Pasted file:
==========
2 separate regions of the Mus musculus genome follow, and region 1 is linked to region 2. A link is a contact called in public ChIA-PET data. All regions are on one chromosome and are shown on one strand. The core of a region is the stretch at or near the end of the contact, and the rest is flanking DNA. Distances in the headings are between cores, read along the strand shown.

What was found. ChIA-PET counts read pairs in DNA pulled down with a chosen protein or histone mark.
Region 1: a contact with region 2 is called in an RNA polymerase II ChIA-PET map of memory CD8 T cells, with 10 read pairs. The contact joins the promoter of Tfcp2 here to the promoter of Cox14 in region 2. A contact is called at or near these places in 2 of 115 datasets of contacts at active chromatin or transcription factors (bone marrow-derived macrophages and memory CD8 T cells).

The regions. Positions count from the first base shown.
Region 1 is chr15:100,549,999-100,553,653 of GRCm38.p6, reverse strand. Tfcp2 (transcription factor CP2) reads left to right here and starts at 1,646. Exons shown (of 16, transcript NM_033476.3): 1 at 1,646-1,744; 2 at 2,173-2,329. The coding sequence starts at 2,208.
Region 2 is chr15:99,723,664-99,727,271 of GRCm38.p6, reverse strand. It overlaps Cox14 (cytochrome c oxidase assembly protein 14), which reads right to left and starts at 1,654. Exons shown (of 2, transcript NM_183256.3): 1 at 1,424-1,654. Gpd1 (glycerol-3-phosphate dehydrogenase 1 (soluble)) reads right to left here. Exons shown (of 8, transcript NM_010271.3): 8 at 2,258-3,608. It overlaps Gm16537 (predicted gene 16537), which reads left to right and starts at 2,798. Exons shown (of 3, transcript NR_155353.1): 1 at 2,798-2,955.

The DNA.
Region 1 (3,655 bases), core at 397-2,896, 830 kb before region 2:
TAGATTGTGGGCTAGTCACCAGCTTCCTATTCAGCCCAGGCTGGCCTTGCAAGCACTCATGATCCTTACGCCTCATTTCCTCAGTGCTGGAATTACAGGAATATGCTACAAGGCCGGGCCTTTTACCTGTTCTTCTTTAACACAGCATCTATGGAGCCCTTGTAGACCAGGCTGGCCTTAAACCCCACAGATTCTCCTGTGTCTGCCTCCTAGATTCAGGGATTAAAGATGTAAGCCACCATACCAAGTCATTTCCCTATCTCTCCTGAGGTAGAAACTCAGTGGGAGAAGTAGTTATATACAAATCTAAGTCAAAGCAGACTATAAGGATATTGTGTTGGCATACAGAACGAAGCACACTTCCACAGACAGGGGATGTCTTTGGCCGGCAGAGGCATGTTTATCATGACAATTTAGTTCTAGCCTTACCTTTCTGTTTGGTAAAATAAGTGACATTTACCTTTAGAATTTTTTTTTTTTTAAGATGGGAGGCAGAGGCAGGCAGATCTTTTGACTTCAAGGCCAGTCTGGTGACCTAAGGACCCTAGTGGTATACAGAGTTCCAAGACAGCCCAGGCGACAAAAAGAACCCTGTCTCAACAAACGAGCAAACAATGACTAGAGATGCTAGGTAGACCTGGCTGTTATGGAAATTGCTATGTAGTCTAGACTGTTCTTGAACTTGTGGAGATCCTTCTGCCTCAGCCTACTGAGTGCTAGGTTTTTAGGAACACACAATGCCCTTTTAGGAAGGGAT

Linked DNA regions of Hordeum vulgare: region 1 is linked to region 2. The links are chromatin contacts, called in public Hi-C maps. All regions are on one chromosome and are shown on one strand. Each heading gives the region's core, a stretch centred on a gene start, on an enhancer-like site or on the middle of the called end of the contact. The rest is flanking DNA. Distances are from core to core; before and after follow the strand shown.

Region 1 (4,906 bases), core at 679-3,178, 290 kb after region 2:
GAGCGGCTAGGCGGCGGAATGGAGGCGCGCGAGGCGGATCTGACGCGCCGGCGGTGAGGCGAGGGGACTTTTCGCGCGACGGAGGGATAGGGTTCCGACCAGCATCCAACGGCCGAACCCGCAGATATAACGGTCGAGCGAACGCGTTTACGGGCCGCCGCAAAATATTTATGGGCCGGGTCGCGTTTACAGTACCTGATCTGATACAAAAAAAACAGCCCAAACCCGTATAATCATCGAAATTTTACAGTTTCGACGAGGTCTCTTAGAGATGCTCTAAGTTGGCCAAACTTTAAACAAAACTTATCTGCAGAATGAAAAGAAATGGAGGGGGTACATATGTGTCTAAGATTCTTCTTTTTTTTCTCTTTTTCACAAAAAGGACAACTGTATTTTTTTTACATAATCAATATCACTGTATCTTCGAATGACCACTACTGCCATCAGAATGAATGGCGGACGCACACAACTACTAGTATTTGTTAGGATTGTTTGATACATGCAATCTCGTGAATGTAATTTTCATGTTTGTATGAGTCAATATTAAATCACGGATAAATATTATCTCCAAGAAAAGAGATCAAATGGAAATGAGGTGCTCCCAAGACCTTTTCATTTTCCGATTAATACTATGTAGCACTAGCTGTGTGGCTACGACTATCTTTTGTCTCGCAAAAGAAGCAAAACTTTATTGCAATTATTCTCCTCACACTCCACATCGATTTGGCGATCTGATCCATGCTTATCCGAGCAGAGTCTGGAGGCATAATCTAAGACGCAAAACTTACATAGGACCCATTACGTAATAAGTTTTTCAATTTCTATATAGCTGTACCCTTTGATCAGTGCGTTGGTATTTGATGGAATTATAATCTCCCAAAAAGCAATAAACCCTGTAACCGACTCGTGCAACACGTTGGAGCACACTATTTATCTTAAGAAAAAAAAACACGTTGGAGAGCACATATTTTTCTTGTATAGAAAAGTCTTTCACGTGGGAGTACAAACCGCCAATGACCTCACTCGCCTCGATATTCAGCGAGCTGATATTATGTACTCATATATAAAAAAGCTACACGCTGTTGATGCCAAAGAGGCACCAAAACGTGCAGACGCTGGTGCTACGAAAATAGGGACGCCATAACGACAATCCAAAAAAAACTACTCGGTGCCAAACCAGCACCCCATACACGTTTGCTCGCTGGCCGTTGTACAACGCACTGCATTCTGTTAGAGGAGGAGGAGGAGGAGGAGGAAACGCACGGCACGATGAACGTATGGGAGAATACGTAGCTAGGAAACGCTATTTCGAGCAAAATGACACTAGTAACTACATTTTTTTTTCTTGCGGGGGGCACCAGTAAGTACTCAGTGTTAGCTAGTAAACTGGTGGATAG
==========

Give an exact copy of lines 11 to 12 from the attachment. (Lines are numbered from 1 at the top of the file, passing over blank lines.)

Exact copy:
Region 1 (4,906 bases), core at 679-3,178, 290 kb after region 2:
GAGCGGCTAGGCGGCGGAATGGAGGCGCGCGAGGCGGATCTGACGCGCCGGCGGTGAGGCGAGGGGACTTTTCGCGCGACGGAGGGATAGGGTTCCGACCAGCATCCAACGGCCGAACCCGCAGATATAACGGTCGAGCGAACGCGTTTACGGGCCGCCGCAAAATATTTATGGGCCGGGTCGCGTTTACAGTACCTGATCTGATACAAAAAAAACAGCCCAAACCCGTATAATCATCGAAATTTTACAGTTTCGACGAGGTCTCTTAGAGATGCTCTAAGTTGGCCAAACTTTAAACAAAACTTATCTGCAGAATGAAAAGAAATGGAGGGGGTACATATGTGTCTAAGATTCTTCTTTTTTTTCTCTTTTTCACAAAAAGGACAACTGTATTTTTTTTACATAATCAATATCACTGTATCTTCGAATGACCACTACTGCCATCAGAATGAATGGCGGACGCACACAACTACTAGTATTTGTTAGGATTGTTTGATACATGCAATCTCGTGAATGTAATTTTCATGTTTGTATGAGTCAATATTAAATCACGGATAAATATTATCTCCAAGAAAAGAGATCAAATGGAAATGAGGTGCTCCCAAGACCTTTTCATTTTCCGATTAATACTATGTAGCACTAGCTGTGTGGCTACGACTATCTTTTGTCTCGCAAAAGAAGCAAAACTTTATTGCAATTATTCTCCTCACACTCCACATCGATTTGGCGATCTGATCCATGCTTATCCGAGCAGAGTCTGGAGGCATAATCTAAGACGCAAAACTTACATAGGACCCATTACGTAATAAGTTTTTCAATTTCTATATAGCTGTACCCTTTGATCAGTGCGTTGGTATTTGATGGAATTATAATCTCCCAAAAAGCAATAAACCCTGTAACCGACTCGTGCAACACGTTGGAGCACACTATTTATCTTAAGAAAAAAAAACACGTTGGAGAGCACATATTTTTCTTGTATAGAAAAGTCTTTCACGTGGGAGTACAAACCGCCAATGACCTCACTCGCCTCGATATTCAGCGAGCTGATATTATGTACTCATATATAAAAAAGCTACACGCTGTTGATGCCAAAGAGGCACCAAAACGTGCAGACGCTGGTGCTACGAAAATAGGGACGCCATAACGACAATCCAAAAAAAACTACTCGGTGCCAAACCAGCACCCCATACACGTTTGCTCGCTGGCCGTTGTACAACGCACTGCATTCTGTTAGAGGAGGAGGAGGAGGAGGAGGAAACGCACGGCACGATGAACGTATGGGAGAATACGTAGCTAGGAAACGCTATTTCGAGCAAAATGACACTAGTAACTACATTTTTTTTTCTTGCGGGGGGCACCAGTAAGTACTCAGTGTTAGCTAGTAAACTGGTGGATAG